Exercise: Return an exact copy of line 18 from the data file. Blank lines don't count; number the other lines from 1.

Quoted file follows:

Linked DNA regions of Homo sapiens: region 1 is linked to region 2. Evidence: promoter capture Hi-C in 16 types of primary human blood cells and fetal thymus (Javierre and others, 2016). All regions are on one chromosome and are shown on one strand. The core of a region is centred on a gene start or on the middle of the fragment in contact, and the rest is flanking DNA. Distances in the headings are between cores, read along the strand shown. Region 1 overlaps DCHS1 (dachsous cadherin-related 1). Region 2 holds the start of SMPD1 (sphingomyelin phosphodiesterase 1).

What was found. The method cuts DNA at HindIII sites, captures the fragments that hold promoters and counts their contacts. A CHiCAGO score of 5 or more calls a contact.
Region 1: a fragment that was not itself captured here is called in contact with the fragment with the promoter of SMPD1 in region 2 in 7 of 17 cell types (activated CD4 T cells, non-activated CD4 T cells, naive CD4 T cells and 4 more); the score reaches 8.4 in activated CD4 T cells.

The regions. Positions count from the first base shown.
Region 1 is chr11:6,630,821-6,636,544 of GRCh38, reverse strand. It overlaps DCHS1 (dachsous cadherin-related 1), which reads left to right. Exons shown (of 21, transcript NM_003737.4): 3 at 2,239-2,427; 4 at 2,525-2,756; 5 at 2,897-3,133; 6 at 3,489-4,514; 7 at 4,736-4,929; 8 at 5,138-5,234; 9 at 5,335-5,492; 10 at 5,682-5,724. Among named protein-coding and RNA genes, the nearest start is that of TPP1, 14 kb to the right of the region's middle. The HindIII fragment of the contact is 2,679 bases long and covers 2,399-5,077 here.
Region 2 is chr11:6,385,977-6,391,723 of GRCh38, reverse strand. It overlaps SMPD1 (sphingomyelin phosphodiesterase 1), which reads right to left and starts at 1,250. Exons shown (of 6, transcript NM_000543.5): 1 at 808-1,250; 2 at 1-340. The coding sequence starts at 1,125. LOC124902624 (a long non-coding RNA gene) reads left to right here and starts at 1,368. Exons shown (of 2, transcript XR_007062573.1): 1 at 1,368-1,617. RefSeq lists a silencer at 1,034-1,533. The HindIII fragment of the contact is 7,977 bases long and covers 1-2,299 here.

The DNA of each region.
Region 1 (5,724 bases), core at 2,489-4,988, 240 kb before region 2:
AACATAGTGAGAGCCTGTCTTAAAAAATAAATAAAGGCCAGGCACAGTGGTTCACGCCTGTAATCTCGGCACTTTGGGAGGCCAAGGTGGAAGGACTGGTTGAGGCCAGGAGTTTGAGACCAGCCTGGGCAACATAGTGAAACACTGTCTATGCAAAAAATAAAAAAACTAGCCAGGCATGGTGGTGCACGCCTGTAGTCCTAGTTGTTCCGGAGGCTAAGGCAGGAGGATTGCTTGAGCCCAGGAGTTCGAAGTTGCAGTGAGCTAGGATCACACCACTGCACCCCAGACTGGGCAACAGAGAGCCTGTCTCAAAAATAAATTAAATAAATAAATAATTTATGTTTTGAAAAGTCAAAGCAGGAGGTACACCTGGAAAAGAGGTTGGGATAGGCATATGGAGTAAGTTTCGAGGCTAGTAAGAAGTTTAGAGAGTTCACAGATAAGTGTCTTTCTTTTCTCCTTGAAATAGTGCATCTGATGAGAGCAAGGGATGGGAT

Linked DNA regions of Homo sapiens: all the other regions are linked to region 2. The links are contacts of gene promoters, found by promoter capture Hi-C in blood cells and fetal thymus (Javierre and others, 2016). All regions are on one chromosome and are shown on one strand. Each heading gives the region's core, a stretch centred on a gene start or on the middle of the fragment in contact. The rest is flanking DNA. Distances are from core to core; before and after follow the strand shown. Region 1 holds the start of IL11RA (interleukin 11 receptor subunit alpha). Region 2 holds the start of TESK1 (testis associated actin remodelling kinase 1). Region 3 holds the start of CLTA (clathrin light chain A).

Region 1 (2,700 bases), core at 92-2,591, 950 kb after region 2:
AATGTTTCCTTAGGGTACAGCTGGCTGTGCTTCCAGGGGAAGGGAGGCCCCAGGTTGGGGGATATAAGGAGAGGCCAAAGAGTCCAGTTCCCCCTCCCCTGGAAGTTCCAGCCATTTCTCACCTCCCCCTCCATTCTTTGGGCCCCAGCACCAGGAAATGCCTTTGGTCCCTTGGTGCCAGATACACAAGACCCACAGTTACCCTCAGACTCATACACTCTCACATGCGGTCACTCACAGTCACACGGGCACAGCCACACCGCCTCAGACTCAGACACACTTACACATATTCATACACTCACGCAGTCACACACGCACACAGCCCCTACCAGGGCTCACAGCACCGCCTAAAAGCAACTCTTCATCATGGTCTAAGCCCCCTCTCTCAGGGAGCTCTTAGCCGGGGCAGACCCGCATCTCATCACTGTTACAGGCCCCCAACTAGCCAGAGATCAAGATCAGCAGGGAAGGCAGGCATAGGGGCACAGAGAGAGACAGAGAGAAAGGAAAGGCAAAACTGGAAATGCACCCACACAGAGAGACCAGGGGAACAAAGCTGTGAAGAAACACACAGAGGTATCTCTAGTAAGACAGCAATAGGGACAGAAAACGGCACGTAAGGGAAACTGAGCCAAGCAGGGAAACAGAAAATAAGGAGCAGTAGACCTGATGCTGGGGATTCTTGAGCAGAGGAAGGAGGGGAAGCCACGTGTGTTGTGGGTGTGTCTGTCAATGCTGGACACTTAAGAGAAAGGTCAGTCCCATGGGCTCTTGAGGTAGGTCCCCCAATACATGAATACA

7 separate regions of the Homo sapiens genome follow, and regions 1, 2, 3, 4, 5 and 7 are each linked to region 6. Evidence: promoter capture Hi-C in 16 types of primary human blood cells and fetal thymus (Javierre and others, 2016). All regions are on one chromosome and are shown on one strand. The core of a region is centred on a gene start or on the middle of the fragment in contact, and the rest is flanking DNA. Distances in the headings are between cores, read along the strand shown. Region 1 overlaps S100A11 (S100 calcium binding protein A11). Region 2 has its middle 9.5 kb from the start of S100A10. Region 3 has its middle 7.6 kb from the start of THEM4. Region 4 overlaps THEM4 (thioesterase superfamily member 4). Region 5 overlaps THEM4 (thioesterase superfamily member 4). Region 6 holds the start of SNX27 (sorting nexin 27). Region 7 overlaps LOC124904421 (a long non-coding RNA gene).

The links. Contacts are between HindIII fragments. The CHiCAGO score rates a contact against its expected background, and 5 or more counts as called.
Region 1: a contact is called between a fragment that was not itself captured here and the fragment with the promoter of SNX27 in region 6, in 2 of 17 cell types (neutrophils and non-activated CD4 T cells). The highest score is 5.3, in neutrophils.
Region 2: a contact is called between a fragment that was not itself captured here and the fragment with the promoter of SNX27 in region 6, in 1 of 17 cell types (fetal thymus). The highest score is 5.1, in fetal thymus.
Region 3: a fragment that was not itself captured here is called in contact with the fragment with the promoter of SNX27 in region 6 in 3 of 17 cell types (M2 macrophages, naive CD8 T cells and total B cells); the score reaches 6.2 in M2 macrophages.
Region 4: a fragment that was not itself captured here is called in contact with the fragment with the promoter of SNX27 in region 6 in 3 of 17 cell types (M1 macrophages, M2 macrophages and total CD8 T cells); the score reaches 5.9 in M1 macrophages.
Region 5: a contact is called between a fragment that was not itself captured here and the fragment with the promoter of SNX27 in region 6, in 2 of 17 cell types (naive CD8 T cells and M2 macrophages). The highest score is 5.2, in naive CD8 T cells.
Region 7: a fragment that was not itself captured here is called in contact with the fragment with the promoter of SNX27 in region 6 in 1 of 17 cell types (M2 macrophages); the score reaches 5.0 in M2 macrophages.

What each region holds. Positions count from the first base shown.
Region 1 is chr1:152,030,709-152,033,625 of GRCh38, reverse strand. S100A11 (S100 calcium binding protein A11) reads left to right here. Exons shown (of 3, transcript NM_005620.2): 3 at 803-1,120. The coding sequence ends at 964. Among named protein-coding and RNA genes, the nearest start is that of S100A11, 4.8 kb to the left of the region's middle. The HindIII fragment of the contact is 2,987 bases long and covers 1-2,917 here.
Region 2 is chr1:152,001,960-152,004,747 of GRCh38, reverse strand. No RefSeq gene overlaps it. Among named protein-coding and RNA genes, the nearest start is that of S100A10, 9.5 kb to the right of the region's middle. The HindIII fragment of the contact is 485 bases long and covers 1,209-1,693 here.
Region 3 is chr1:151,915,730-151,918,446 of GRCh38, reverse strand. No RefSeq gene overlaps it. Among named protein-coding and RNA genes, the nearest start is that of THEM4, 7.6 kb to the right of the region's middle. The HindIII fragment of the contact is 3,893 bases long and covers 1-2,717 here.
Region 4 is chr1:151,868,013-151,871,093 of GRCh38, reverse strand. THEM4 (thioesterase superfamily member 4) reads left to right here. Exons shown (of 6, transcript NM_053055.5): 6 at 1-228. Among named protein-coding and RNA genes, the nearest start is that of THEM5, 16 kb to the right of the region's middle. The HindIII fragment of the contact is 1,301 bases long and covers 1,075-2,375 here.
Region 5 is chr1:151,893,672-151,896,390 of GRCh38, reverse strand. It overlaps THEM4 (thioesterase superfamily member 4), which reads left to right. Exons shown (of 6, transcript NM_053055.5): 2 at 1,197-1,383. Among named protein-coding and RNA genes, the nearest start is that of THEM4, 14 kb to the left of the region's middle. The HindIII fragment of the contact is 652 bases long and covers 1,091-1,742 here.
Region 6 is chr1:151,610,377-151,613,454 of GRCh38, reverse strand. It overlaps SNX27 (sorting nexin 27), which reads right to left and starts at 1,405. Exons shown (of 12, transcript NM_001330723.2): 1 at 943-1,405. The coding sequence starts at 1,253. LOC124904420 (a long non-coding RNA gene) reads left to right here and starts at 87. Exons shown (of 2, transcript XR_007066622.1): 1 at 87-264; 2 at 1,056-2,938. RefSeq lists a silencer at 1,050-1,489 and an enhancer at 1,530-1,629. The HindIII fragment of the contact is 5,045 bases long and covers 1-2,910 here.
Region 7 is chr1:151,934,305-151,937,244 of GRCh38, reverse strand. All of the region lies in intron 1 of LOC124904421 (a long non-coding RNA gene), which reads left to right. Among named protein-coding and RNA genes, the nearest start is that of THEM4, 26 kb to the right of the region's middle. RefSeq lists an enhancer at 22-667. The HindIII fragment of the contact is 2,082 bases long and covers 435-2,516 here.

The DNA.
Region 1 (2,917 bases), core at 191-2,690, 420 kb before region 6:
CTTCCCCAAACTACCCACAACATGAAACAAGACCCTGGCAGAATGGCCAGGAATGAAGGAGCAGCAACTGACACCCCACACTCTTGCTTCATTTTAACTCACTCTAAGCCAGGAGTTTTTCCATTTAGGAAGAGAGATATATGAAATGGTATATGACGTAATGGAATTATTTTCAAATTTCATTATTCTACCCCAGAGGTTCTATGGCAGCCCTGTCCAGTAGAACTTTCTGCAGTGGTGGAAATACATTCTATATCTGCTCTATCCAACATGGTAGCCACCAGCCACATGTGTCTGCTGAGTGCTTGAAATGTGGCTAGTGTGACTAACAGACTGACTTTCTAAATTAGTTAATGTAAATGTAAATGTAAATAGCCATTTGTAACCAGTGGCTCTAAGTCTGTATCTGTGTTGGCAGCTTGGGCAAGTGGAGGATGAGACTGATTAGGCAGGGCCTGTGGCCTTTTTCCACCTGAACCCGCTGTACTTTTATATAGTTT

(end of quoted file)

Region 4: a fragment that was not itself captured here is called in contact with the fragment with the promoter of SNX27 in region 6 in 3 of 17 cell types (M1 macrophages, M2 macrophages and total CD8 T cells); the score reaches 5.9 in M1 macrophages.